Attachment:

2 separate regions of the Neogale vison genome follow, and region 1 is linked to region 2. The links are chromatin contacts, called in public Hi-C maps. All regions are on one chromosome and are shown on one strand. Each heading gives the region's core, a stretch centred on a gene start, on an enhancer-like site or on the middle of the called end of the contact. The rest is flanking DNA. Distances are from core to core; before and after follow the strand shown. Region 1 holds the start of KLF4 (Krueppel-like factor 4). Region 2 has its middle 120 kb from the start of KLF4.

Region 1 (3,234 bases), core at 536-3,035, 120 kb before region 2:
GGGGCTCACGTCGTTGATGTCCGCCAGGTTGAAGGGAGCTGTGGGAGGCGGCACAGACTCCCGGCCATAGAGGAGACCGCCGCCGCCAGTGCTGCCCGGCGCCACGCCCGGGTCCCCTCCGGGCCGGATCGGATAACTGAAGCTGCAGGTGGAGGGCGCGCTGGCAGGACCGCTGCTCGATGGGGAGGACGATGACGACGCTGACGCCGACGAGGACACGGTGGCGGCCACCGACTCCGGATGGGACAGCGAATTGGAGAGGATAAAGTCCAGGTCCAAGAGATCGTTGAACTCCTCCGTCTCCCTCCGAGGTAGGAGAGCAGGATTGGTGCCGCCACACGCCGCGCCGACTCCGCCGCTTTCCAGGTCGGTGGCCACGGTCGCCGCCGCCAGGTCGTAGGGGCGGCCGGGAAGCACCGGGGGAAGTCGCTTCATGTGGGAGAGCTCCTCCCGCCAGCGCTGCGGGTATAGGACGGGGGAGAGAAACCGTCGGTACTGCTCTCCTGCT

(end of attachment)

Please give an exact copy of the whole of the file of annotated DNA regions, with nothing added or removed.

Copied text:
2 separate regions of the Neogale vison genome follow, and region 1 is linked to region 2. The links are chromatin contacts, called in public Hi-C maps. All regions are on one chromosome and are shown on one strand. Each heading gives the region's core, a stretch centred on a gene start, on an enhancer-like site or on the middle of the called end of the contact. The rest is flanking DNA. Distances are from core to core; before and after follow the strand shown. Region 1 holds the start of KLF4 (Krueppel-like factor 4). Region 2 has its middle 120 kb from the start of KLF4.

Region 1 (3,234 bases), core at 536-3,035, 120 kb before region 2:
GGGGCTCACGTCGTTGATGTCCGCCAGGTTGAAGGGAGCTGTGGGAGGCGGCACAGACTCCCGGCCATAGAGGAGACCGCCGCCGCCAGTGCTGCCCGGCGCCACGCCCGGGTCCCCTCCGGGCCGGATCGGATAACTGAAGCTGCAGGTGGAGGGCGCGCTGGCAGGACCGCTGCTCGATGGGGAGGACGATGACGACGCTGACGCCGACGAGGACACGGTGGCGGCCACCGACTCCGGATGGGACAGCGAATTGGAGAGGATAAAGTCCAGGTCCAAGAGATCGTTGAACTCCTCCGTCTCCCTCCGAGGTAGGAGAGCAGGATTGGTGCCGCCACACGCCGCGCCGACTCCGCCGCTTTCCAGGTCGGTGGCCACGGTCGCCGCCGCCAGGTCGTAGGGGCGGCCGGGAAGCACCGGGGGAAGTCGCTTCATGTGGGAGAGCTCCTCCCGCCAGCGCTGCGGGTATAGGACGGGGGAGAGAAACCGTCGGTACTGCTCTCCTGCT